We can all learn something from Annette. Having the resolve and resilience to keep fighting the fight with kindness and a smile is remarkable — and all the more impressive as the pain she feels is considerable. She doesn’t moan, whine, or even complain. She just gets on with it, feeling grateful for what she has, not bitter about what she hasn’t. It’s resilience at its finest!

Has there ever been a time that someone told you something was impossible, but you did it anyway? Can you share the story with us?

A great question, and one that I’m struggling to answer! I’ve always been careful to surround myself with those who can and do, and I don’t last long in the company of people who consider the glass half-empty. I don’t think I have much for you here. Sorry!

Did you have a time in your life where you had one of your greatest setbacks, but you bounced back from it stronger than ever? Can you share that story with us?

I’d just finished conducting a performance of Hamilton in San Francisco in 2017 when I experienced a heart attack on my walk home. I was 43 years old. Tests concluded that my right coronary artery was 90% blocked — the result of years of debauchery associated with my maladaptive perfectionism in my 20s and 30s — and two stents were placed to fix the problem.

I returned to work quickly, but the weeks that followed were difficult. My body was still adjusting to the alien pieces of metal placed in it, and I would regularly experience numbness in my left hand and arm during shows. I was also faced with the challenge of establishing a healthier approach to my work. Sessions with a psychologist encouraged me to develop less stressful methods — no easy task when you’re charged with maintaining the creative standards of the biggest Broadway musical of its time!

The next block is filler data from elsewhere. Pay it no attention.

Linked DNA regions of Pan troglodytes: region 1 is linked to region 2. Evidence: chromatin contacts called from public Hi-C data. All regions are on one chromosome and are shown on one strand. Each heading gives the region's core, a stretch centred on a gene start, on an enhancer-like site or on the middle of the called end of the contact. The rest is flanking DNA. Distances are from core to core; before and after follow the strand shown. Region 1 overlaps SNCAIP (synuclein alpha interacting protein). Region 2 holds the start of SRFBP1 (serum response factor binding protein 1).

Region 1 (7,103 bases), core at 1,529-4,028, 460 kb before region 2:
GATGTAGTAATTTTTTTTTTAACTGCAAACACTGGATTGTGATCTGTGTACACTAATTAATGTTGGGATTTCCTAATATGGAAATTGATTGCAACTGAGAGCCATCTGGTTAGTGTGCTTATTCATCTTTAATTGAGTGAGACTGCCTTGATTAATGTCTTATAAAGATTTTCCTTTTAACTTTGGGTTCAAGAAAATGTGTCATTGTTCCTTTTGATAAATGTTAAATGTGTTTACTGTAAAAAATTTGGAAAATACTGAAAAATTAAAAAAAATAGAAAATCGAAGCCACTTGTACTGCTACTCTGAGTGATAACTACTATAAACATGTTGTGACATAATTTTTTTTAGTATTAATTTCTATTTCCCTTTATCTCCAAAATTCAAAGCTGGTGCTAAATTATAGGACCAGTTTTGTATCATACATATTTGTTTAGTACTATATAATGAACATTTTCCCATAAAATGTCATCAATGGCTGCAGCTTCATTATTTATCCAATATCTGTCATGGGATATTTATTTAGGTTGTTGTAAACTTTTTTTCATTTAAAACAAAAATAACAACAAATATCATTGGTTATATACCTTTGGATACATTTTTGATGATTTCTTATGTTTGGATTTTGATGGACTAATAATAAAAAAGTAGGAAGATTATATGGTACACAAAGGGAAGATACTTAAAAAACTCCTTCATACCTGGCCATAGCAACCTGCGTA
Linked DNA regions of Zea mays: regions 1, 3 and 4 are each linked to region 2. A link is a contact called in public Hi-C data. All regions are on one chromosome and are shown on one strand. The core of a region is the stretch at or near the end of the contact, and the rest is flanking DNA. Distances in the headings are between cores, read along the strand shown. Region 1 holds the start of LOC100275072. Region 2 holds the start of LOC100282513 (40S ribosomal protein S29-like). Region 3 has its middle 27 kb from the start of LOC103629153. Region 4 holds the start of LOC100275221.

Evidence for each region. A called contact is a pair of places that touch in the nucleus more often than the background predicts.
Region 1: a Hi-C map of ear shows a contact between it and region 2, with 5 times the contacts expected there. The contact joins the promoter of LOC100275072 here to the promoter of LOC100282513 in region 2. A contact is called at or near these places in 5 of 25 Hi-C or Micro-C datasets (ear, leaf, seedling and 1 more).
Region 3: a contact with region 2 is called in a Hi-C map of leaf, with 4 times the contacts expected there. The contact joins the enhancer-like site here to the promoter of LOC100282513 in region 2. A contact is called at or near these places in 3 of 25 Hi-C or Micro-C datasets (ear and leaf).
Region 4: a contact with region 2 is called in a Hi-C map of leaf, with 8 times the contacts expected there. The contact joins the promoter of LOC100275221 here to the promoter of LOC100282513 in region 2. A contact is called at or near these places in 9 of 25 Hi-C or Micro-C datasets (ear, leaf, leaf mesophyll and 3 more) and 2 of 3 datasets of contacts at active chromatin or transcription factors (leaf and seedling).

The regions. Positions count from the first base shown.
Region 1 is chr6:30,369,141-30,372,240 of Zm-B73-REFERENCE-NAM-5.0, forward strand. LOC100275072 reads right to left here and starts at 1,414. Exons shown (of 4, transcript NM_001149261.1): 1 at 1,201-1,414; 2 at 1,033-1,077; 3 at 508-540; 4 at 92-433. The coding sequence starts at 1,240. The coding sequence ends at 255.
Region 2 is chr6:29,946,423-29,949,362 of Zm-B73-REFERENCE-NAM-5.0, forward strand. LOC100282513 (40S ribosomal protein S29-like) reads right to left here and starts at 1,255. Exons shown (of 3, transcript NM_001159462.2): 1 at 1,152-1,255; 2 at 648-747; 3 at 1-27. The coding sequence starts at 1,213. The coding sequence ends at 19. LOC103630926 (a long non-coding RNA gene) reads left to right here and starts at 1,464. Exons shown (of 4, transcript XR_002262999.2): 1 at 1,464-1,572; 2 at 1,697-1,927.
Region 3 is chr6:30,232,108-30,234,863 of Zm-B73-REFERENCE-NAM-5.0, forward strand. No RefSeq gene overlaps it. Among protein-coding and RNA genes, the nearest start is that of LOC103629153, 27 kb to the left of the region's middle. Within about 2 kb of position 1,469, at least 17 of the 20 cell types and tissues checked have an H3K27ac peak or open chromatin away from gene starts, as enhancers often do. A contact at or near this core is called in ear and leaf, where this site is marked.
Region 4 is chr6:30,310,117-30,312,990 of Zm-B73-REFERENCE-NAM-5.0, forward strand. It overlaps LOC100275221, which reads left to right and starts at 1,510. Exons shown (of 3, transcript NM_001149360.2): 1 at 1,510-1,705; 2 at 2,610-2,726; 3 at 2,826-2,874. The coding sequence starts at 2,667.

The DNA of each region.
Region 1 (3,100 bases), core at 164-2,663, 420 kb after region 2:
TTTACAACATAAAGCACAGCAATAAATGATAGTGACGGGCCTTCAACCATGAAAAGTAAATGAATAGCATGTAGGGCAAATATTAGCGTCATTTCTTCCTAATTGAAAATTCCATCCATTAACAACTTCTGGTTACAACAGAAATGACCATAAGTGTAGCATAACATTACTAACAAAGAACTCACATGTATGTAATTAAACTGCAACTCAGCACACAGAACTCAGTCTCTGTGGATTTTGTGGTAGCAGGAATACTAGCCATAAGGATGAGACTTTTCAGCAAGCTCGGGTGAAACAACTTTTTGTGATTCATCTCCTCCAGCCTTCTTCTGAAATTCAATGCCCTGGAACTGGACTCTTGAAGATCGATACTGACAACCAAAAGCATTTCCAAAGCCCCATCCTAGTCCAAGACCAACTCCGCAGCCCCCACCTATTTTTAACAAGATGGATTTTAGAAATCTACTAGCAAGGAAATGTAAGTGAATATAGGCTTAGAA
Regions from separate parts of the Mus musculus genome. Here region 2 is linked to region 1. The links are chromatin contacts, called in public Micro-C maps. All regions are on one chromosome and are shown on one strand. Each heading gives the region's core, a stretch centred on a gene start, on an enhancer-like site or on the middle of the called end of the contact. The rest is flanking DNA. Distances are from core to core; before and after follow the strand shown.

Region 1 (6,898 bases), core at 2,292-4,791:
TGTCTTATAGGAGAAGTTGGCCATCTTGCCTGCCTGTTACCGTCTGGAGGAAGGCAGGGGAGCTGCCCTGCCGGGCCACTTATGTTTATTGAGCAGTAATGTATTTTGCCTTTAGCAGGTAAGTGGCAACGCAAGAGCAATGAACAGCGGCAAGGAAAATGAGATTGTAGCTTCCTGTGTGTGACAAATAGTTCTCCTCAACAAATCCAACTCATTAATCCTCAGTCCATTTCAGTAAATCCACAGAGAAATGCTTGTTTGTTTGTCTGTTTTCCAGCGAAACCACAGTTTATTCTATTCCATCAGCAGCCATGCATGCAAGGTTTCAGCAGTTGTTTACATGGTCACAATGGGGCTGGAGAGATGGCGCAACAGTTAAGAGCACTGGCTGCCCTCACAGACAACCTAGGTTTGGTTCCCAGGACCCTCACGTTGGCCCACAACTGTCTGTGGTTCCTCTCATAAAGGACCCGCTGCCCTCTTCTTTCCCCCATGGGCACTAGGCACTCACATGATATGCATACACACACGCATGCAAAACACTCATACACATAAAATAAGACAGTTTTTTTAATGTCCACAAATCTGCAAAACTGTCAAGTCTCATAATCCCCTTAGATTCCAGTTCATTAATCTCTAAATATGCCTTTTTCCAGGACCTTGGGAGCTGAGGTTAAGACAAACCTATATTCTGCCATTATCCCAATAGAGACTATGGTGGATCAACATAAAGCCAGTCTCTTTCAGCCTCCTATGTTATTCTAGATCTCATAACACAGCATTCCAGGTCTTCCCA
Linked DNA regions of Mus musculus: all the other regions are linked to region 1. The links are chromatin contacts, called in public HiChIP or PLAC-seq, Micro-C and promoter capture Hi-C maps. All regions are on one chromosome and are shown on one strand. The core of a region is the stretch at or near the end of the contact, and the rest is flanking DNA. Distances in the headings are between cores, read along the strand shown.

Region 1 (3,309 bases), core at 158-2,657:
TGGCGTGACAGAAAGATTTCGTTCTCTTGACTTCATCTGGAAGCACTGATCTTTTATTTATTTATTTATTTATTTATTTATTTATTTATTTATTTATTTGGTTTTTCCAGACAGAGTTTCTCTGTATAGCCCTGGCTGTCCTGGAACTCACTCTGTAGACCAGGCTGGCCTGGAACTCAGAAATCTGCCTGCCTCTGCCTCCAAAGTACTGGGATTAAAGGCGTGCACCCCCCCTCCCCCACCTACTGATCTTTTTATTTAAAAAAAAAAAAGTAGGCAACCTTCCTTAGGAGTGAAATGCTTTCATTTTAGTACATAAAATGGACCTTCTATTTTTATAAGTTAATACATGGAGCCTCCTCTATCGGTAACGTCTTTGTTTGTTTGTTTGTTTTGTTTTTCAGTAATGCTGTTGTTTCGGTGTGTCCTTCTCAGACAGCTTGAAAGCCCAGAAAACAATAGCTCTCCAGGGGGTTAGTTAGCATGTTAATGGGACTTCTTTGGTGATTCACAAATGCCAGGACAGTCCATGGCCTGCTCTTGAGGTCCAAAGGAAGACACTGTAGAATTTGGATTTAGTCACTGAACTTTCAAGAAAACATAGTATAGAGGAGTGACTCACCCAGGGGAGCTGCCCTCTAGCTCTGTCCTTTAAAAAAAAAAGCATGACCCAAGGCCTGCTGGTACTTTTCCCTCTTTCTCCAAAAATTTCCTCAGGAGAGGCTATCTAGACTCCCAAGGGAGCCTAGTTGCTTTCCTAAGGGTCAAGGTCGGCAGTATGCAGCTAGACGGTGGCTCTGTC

Happily, my resilience rose to the challenge. I began to practice self-compassion and embraced the power of breathwork and meditation. I started valuing the experience of getting to the result rather than the result itself, and I committed to the notion that no one is perfect, and that’s OK. These learnings helped me create a much healthier and happier life and built the foundations of my new career.

Did you have any experiences growing up that have contributed to building your resiliency? Can you share a story?

I was 11 years old when my mother entered me into the under-fifteen category of a piano competition. On the day itself, she encouraged me to play the piece from memory, so I could gain extra credit and compete with older students, something I hadn’t planned or practiced for. I was nervous but understood the strategy and agreed.

I was halfway through the piece when I blanked. It took three panicked attempts to get going again, and it wasn’t long before I had to stop once more. I virtually ran off the stage once I’d finished to hide my humiliation.

The shock of what happened hit me hard. I collapsed backstage, and my mother had to carry me to the car to get me home. It took a few days for me to feel like myself again, and it took even longer to get back to the piano. Once there, I had to rely on my abilities to rebuild my confidence and get me back to performing and competing, something I managed successfully shortly afterward.

Resilience is like a muscle that can be strengthened. In your opinion, what are 5 steps that someone can take to become more resilient? Please share a story or an example for each.

Establish trust. It’s my experience that we can only enjoy resilience if we have complete trust in our abilities. Taking time to comprehensively evaluate our talents — appreciating what makes us unique by separating what’s real from ego and misguided arrogance — gives us something to fall back on when times are tough. It’s a valuable and necessary exercise.

I’ve relied on this “inner trust” throughout my career. My move to the U.S. wouldn’t have been a success without it, and it’s gotten me through some difficult times since. It is, without question, the part of my resilience I’m most grateful for.

Embrace acceptance. I think much of our ability to be resilient involves being able to accept what’s happened to us in our moments of crisis. All too often, we push through a negative experience thinking that we’ll deal with the emotional baggage later on. But this can leave a messy and unhelpful residue that prevents us from moving past the event successfully.

Taking time to analyze the event helps establish this acceptance. From there, we can begin to recover and heal, sprinkling in forgiveness if it’s required and learning from the experience for the next time.